121616949-math.153 - k = 10 so s t = 3 t 2 2 10 For example...

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7 Integration Up to now we have been concerned with extracting information about how a function changes from the function itself. Given knowledge about an object’s position, for example, we want to know the object’s speed. Given information about the height of a curve we want to know its slope. We now consider problems that are, whether obviously or not, the reverse of such problems. EXAMPLE 7.1 An object moves in a straight line so that its speed at time t is given by v ( t ) = 3 t in, say, cm/sec. If the object is at position 10 on the straight line when t = 0, where is the object at any time t ? There are two reasonable ways to approach this problem. If s ( t ) is the position of the object at time t , we know that s ( t ) = v ( t ). Because of our knowledge of derivatives, we know therefore that s ( t ) = 3 t 2 / 2+ k , and because s (0) = 10 we easily discover that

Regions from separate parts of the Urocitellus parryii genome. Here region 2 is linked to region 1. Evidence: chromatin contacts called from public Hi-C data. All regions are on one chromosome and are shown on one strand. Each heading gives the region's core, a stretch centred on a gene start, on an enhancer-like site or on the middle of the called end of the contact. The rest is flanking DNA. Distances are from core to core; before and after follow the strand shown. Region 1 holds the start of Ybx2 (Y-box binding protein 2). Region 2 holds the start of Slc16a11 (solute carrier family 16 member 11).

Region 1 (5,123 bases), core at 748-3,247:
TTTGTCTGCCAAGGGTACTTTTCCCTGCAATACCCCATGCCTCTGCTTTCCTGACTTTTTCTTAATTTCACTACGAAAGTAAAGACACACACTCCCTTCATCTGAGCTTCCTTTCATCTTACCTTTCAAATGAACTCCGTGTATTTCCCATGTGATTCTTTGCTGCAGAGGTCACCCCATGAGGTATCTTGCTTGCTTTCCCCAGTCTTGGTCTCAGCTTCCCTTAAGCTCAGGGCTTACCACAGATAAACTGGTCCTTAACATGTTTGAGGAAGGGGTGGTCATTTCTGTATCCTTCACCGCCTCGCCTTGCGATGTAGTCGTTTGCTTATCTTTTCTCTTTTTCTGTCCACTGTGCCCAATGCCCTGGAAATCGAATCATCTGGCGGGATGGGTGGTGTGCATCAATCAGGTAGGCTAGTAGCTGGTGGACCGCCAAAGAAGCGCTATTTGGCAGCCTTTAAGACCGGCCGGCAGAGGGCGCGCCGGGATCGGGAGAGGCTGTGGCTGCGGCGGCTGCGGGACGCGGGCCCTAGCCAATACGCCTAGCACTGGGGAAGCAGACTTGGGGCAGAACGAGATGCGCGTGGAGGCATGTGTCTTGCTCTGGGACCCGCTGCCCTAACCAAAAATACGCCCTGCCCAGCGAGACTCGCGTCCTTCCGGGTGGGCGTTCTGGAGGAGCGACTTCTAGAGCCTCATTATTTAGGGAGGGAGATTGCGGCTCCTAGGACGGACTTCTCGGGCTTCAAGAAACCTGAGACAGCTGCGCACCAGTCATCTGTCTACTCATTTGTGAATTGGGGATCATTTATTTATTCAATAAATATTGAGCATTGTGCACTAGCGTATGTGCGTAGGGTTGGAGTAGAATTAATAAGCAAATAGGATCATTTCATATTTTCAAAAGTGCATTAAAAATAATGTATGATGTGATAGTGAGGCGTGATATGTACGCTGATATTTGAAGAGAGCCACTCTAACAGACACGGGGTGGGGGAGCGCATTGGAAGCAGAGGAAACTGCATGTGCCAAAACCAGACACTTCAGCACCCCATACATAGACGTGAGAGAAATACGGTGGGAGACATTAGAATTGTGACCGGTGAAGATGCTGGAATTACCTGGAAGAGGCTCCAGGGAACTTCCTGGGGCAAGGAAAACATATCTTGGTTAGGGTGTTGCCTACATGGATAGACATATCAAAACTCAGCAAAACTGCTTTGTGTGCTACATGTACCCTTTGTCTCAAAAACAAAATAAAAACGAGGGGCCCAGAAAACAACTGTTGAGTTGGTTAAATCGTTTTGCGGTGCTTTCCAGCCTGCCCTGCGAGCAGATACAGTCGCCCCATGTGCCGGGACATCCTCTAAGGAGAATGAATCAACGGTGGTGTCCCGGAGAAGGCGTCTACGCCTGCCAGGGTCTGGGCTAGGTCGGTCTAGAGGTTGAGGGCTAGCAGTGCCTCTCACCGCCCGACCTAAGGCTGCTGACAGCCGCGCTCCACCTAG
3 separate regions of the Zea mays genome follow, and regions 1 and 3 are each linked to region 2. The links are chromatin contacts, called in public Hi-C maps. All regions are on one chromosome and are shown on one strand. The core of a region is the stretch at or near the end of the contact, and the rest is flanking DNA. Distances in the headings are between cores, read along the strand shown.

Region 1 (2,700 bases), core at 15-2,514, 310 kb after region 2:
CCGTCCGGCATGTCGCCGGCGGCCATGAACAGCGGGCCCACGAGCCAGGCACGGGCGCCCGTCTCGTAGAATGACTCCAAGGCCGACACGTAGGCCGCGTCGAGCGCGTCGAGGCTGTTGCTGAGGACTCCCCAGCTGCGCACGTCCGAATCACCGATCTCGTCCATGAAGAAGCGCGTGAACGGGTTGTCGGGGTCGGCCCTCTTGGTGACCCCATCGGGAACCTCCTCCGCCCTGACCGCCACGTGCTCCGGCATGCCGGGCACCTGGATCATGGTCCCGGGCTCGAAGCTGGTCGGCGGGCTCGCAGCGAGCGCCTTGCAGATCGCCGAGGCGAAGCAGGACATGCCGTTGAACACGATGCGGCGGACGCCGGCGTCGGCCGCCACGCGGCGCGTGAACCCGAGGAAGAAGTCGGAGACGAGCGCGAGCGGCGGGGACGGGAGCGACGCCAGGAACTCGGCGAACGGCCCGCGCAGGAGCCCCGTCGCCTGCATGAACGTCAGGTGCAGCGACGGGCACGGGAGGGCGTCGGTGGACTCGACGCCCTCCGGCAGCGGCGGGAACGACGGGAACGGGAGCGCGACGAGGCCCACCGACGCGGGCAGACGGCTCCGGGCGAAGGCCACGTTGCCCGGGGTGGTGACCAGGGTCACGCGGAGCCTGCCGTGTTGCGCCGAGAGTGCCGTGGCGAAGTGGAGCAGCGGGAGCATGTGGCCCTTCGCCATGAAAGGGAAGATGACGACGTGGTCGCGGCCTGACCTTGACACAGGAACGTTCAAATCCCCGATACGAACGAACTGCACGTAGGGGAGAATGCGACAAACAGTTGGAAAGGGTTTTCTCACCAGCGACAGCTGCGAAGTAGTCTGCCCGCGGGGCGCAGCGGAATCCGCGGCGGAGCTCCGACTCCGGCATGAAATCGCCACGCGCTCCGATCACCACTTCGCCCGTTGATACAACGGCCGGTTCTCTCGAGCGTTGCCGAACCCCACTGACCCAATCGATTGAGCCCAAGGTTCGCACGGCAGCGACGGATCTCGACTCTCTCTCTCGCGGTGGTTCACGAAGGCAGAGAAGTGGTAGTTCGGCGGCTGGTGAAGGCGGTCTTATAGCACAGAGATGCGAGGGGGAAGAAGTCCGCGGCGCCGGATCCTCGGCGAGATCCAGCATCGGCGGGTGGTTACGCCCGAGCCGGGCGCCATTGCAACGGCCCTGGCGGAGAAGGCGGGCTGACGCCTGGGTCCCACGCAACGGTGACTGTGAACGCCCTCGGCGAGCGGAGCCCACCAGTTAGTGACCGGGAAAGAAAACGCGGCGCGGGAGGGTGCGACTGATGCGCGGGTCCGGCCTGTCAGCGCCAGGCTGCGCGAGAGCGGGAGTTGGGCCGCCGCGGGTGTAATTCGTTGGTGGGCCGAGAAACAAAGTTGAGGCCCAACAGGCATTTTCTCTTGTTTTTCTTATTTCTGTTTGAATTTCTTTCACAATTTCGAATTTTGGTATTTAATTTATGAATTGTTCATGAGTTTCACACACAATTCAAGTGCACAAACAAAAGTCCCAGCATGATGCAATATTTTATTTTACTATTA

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Unformatted text preview: k = 10, so s ( t ) = 3 t 2 / 2 + 10. For example, at t = 1 the object is at position 3 / 2 + 10 = 11 . 5. This is certainly the easiest way to deal with this problem. Not all similar problems are so easy, as we will see; the second approach to the problem is more difficult but also more general. We start by considering how we might approximate a solution. We know that at t = 0 the object is at position 10. How might we approximate its position at, say, t = 1? We know that the speed of the object at time t = 0 is 0; if its speed were constant then in the first second the object would not move and its position would still be 10 when t = 1. In fact, the object will not be too far from 10 at t = 1, but certainly we can do better. Let’s 139...
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